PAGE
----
Have you switched SLR systems?

Discussion in 'Digital Photography' started by FINNSWEDE, Jun 8, 2007.

  1. FINNSWEDE macrumors newbie

    Jun 7, 2007
    The question came up and I searched a few different phrases and found nothing.

    I am curious if you or someone you know has switched slr systems from one brand to another and what was it that made you or them decide to do it?
  2. Silentwave macrumors 68000

    May 26, 2006
    Gainesville, FL
    I know a few switchers. One is a professional portrait photographer, shoots lots of senior and work-related portraits in studio as well as families on location. He loved his Nikon gear but Canon had an edge in resolution as well as full frame.

    Recently I switched over a lot of my gear from Nikon to Canon. I have retained one of my D200 bodies, the 200mm f2 VR, 17-55mm DX, and for the time being a flash. I'd been shooting 2 D200's and a D2Hs for some time. I was dealing with lack of resolution on the D2Hs, poor focusing reliability, and high ISO noise among other things. Nikon did not replace either camera with so much as another incremental bump... the D2Xs was not what I was looking for either. Even the theoretical D3 series I could not be sure of liking... and having been burned by the initial releases of a few Nikon products, I decided that even if I did buy it i'd wait for full availability and comprehensive reviews...as well as the ironing out of any issues with the body.

    The Canon EOS-1D Mark III was announced and I found myself intrigued. I bought an EOS-1V film camera to try and get accustomed to the Canon control layouts, and bought a few lenses that Nikon did not have equivalents for that met my standards. When the Mark III arrived I did become a very early adopter. Did I get burned? Not nearly as badly as I've been burned by my Nikons, even though I used to be a Nikon zealot :p. The very minor niggles I have with the body are partially lens related anyways and Canon can have them sorted out within a week.

    Overall? the Mark III turns out to be quite a monster in terms of image quality, features, and the like. Since it came in, I've added 2 more lenses, will be buying still more glass and a flash. Nikon will become my niche brand as I see my needs better served by the Canon.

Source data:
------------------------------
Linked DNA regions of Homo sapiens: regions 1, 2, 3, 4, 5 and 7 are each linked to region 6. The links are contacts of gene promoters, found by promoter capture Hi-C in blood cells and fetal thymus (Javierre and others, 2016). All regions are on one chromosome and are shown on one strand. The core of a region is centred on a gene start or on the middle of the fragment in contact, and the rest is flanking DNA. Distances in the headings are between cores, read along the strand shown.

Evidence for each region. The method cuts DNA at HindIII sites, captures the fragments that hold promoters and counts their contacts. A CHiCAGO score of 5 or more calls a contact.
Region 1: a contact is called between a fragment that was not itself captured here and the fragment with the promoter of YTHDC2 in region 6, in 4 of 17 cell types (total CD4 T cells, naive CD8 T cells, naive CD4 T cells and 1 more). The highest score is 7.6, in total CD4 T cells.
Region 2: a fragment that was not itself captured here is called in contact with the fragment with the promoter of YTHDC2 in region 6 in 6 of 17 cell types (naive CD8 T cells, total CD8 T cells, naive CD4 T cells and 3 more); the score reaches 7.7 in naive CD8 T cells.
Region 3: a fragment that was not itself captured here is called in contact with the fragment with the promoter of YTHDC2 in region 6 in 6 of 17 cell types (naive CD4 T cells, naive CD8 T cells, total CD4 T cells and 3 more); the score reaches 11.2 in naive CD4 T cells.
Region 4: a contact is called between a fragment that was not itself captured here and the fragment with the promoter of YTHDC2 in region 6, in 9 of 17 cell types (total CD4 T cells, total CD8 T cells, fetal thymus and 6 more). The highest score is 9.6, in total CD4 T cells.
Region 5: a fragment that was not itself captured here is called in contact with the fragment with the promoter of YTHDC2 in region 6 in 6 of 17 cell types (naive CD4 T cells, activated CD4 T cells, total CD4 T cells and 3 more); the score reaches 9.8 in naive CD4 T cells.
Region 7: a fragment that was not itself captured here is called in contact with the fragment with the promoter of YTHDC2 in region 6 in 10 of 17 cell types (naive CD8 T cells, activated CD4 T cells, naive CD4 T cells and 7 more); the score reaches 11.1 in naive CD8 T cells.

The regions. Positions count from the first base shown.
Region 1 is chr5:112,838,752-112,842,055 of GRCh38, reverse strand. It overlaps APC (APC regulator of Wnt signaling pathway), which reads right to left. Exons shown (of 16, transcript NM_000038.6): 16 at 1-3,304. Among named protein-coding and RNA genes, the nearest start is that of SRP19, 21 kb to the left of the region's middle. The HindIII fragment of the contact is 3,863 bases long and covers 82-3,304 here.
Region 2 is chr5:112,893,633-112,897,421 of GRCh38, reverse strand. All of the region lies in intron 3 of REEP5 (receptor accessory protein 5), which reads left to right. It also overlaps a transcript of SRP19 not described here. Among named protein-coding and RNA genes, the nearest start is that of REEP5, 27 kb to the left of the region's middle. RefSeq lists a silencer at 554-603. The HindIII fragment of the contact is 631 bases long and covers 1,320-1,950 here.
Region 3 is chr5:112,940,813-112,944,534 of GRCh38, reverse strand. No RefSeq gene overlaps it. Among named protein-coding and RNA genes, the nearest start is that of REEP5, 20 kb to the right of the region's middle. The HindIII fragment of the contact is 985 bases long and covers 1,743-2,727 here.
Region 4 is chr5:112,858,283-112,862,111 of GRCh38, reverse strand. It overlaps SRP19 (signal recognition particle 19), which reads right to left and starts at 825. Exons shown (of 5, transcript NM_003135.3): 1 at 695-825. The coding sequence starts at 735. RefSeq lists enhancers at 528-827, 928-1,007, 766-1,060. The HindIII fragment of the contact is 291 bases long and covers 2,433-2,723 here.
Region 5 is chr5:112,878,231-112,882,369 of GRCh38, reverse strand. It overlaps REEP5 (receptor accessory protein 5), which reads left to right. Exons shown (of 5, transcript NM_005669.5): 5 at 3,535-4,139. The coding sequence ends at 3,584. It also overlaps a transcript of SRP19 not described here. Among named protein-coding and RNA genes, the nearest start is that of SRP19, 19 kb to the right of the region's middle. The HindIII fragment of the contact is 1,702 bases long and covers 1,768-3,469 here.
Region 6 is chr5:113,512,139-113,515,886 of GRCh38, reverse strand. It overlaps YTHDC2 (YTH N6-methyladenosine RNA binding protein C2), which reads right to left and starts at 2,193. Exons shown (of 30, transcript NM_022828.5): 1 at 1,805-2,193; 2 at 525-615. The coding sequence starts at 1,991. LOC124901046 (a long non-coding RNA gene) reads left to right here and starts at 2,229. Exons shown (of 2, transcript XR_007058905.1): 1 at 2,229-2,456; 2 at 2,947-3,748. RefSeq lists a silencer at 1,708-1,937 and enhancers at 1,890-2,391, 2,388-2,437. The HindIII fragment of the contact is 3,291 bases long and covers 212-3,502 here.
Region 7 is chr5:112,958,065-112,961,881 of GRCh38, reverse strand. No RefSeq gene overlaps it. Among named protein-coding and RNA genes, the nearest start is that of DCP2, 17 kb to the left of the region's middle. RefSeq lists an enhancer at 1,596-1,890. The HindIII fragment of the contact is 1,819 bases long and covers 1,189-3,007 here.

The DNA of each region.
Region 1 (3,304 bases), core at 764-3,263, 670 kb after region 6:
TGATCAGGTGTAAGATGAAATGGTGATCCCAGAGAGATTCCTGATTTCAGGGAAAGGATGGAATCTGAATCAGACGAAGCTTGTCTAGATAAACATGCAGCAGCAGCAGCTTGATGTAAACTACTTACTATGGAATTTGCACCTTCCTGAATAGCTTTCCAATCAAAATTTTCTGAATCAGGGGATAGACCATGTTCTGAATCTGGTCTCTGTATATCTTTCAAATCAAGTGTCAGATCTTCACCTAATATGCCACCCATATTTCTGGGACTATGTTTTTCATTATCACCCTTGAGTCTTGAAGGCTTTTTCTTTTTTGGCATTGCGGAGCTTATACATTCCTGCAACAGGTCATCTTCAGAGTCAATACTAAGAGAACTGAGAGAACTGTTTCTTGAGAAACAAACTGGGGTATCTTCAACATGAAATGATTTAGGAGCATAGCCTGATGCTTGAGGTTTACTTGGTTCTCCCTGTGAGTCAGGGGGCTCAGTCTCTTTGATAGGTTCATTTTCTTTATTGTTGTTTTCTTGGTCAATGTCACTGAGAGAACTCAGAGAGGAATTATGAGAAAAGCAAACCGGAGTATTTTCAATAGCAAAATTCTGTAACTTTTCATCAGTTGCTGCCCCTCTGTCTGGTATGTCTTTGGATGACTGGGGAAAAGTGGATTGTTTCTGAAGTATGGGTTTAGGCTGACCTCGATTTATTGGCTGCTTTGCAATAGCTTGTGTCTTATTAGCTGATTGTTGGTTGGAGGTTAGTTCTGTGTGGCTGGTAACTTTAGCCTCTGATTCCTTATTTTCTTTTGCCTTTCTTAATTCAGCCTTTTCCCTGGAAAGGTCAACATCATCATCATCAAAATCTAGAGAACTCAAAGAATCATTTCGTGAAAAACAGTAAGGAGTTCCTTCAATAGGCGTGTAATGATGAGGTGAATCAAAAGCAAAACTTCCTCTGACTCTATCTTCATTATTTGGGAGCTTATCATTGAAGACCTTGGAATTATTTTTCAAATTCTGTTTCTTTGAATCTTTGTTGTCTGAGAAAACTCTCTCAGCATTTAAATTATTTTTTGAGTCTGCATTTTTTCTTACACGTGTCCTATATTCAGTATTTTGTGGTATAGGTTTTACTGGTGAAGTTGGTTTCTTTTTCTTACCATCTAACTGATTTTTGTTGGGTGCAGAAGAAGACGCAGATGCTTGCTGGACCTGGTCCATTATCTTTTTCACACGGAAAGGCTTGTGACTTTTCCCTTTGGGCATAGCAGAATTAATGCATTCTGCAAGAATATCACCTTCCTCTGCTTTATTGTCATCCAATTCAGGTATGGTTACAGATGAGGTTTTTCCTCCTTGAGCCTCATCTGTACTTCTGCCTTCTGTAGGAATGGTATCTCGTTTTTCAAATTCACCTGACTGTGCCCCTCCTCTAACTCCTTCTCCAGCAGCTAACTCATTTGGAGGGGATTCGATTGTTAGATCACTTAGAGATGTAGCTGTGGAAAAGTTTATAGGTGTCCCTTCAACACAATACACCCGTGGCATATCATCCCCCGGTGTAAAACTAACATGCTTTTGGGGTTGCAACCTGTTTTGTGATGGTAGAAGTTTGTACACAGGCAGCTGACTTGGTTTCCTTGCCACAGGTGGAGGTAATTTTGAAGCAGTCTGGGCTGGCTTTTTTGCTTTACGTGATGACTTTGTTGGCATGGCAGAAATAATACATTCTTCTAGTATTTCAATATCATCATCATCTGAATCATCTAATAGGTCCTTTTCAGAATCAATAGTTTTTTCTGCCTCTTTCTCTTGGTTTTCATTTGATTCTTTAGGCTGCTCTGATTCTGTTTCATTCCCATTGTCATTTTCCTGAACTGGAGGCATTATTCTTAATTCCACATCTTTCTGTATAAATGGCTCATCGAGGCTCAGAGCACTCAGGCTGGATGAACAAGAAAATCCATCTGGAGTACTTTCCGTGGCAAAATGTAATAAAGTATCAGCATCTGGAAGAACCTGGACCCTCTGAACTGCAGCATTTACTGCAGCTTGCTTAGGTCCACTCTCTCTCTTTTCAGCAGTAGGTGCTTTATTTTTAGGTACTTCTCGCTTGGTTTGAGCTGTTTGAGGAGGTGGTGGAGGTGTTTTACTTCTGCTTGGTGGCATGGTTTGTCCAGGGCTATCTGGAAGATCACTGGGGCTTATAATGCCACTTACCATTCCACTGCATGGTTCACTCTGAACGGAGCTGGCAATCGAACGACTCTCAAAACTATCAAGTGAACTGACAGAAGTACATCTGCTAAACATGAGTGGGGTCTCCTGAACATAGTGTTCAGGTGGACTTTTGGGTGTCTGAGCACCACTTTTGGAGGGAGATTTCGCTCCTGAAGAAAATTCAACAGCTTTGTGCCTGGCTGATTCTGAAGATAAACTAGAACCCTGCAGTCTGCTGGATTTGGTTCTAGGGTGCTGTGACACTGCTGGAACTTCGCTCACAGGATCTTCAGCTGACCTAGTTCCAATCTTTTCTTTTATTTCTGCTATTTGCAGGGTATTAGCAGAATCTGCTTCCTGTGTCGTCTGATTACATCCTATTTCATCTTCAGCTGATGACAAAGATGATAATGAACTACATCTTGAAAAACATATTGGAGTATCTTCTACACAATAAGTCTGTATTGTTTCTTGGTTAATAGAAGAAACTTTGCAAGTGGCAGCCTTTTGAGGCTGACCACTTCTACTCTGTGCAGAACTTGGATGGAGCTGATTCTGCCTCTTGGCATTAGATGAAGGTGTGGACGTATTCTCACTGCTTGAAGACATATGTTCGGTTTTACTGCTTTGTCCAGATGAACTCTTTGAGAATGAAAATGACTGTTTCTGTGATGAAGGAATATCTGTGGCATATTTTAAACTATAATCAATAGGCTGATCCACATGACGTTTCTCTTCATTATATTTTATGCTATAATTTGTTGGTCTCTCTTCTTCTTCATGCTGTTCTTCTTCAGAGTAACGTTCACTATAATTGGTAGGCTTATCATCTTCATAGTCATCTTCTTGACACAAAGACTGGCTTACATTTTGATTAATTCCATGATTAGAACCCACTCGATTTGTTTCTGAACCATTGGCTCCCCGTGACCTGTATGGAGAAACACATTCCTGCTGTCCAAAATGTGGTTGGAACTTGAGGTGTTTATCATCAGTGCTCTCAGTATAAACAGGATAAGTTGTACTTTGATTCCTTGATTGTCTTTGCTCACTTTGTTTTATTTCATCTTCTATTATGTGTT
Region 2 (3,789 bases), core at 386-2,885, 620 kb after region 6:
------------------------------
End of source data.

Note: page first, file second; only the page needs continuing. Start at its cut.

3. compuwar macrumors 601


    Oct 5, 2006
    Northern/Central VA
    Back in the 90's I switched from Contax/Yashica to Nikon's F-mount bodies, when I went digital initially I stayed with the F-mount and got a Fuji, I'm on my second Nikon body since then and don't see myself changing off of it soon.

    I added Mamiya 645 and 6x6, Pentax 6x7, Calument 4x5 and a Canham 5x7 system to the mix a few years after going Nikon. Since I've gone digital though my film bodies have pretty-much just collected dust.

    I get the shots I need with My D2x and I'm spending my money more on lighting these days than camera bodies. If I needed resolution or a larger sensor, I'd probably go with a 4x5 back or 645 back at the least.

    My decision to go off of Contax/Yashica mounts was due to the high shutter speed of the Nikon 8008s body at the time and the direction my photography was taking at the time. These days, I'd switch without hesitation if I wasn't getting the shots I needed, but I am and I don't see myself even upgrading bodies unless the next Nikon body is significantly more compelling.

    I just read the original question, so I'll expound a bit:

    Most people switch because they're poor photographers and they think a different system will do them more good because of some angle or other that doesn't really affect the quality of *their* images. You can watch them on DPR- many of them go back and forth every few years whenever the next "best thing" hits until they learn they can't shoot with that either. Many of them seem to be one or two-person wedding businesses.

    A few people switch because their current gear doesn't do what they need it to do (low light, a specific lens, the flash system...,) or because of handling issues (size, weight, etc.) Normally, they're working pros who can't afford to miss the shots their competitors are getting while their invested brand "catches up."

    Many people keep multiple systems because of a particular feature set, lens or capability.